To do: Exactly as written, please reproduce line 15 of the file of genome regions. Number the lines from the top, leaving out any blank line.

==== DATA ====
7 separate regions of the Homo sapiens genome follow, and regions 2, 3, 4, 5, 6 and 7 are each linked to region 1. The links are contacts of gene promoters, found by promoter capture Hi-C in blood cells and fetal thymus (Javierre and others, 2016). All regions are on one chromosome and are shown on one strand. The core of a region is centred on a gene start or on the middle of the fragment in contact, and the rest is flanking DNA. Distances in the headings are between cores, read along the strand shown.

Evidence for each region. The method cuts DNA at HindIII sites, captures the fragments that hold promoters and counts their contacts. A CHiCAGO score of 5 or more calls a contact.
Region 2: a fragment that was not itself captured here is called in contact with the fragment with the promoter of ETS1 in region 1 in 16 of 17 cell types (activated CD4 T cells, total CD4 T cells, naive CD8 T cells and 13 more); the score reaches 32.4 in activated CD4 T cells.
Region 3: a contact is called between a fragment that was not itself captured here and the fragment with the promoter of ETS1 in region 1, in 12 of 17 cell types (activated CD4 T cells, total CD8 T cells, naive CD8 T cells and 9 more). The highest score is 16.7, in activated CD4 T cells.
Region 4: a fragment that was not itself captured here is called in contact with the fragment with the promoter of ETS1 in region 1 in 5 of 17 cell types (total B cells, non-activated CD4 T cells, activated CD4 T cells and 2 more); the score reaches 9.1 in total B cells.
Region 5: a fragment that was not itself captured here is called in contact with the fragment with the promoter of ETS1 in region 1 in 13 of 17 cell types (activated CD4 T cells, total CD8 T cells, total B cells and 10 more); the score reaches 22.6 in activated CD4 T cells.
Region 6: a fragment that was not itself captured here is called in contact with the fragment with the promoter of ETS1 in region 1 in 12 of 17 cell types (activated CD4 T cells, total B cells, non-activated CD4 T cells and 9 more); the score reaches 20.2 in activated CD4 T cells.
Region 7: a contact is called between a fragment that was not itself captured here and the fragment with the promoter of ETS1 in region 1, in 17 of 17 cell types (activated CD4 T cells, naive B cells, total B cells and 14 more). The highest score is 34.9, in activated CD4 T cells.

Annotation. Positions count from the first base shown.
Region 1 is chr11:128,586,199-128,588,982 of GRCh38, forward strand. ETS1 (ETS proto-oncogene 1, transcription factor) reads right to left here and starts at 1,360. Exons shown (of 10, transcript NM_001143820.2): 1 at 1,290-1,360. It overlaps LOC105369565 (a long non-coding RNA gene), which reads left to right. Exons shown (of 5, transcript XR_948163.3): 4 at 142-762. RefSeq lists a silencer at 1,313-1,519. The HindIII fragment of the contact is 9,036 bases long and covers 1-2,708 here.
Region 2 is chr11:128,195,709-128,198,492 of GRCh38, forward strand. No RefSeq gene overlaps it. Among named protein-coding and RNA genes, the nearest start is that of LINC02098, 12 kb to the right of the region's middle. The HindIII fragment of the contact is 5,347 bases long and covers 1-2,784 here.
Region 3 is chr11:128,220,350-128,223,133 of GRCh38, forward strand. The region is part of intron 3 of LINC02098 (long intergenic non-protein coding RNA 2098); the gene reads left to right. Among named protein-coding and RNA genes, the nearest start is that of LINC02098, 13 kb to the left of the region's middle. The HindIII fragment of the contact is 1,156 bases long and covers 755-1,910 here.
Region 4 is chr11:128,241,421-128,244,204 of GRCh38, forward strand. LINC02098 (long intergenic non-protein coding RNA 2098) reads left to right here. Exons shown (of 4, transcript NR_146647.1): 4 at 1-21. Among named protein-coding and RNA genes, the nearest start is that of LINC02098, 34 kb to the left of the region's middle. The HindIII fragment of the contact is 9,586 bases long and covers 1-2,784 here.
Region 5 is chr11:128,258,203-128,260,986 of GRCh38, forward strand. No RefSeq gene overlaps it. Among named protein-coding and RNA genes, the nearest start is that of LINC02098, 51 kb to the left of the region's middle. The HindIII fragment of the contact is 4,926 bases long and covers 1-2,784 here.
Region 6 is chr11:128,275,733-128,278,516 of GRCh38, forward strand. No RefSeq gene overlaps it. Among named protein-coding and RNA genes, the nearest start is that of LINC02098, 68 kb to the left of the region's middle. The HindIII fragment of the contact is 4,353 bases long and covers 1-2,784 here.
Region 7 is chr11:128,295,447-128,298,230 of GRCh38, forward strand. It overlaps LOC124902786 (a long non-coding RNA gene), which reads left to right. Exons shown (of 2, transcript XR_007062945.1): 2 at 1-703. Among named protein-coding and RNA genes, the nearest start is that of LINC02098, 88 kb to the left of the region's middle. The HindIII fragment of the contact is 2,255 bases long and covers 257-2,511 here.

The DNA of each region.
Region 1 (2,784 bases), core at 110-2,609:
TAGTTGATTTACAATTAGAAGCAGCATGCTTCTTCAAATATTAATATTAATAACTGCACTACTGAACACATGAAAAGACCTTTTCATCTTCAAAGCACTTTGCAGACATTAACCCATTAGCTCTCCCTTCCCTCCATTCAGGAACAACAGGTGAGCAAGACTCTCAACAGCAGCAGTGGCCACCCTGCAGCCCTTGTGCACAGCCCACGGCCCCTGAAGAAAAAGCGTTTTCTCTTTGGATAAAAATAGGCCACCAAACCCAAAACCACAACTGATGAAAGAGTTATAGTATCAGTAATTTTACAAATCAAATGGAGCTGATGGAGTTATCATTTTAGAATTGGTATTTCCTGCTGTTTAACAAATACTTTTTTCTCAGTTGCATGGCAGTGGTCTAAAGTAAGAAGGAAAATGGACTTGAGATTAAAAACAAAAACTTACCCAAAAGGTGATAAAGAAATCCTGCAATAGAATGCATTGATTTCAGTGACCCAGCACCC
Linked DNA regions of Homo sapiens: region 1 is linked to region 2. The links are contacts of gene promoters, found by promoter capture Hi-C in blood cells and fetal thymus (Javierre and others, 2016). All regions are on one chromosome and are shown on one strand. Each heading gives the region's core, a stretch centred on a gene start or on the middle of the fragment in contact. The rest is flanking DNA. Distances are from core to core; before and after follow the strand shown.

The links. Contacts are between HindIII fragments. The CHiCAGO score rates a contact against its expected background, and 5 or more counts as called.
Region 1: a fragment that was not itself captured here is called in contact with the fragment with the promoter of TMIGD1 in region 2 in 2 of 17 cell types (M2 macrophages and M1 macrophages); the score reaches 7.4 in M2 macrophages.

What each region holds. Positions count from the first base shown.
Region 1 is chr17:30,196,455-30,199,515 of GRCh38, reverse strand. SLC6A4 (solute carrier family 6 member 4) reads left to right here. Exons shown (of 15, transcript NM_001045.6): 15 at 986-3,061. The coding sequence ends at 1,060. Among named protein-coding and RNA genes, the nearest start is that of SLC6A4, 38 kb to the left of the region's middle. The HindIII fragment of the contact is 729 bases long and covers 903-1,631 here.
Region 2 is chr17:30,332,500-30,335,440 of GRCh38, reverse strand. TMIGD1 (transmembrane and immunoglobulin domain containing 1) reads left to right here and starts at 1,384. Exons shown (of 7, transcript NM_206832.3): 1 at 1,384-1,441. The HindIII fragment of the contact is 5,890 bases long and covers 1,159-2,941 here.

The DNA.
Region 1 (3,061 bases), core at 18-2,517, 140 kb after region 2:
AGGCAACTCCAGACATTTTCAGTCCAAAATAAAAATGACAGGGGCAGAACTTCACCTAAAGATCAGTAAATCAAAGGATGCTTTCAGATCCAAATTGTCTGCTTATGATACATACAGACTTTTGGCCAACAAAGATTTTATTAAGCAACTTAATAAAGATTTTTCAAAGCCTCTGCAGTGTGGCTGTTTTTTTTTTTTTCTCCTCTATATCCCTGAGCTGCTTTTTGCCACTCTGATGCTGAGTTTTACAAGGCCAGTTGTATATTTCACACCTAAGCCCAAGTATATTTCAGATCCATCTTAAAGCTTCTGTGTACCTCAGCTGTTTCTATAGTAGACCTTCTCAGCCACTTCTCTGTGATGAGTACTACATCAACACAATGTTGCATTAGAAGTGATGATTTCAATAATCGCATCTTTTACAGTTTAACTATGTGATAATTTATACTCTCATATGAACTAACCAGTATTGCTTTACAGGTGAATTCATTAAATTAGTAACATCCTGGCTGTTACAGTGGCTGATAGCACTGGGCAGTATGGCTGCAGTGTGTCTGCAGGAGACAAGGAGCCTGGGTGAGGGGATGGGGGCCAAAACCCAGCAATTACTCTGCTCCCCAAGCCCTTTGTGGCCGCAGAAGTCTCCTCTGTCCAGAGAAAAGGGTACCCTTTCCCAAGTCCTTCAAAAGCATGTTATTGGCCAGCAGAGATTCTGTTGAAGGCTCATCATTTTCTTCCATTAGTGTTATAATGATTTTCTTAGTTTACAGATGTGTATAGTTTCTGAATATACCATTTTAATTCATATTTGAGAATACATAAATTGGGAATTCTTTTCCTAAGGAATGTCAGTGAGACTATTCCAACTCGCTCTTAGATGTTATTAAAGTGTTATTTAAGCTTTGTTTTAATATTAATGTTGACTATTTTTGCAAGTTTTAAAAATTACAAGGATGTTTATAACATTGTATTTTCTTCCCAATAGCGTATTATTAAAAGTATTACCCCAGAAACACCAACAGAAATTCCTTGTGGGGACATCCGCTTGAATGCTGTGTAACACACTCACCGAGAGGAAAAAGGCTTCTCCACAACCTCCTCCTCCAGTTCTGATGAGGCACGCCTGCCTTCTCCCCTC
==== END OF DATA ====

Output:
Region 6 is chr11:128,275,733-128,278,516 of GRCh38, forward strand. No RefSeq gene overlaps it. Among named protein-coding and RNA genes, the nearest start is that of LINC02098, 68 kb to the left of the region's middle. The HindIII fragment of the contact is 4,353 bases long and covers 1-2,784 here.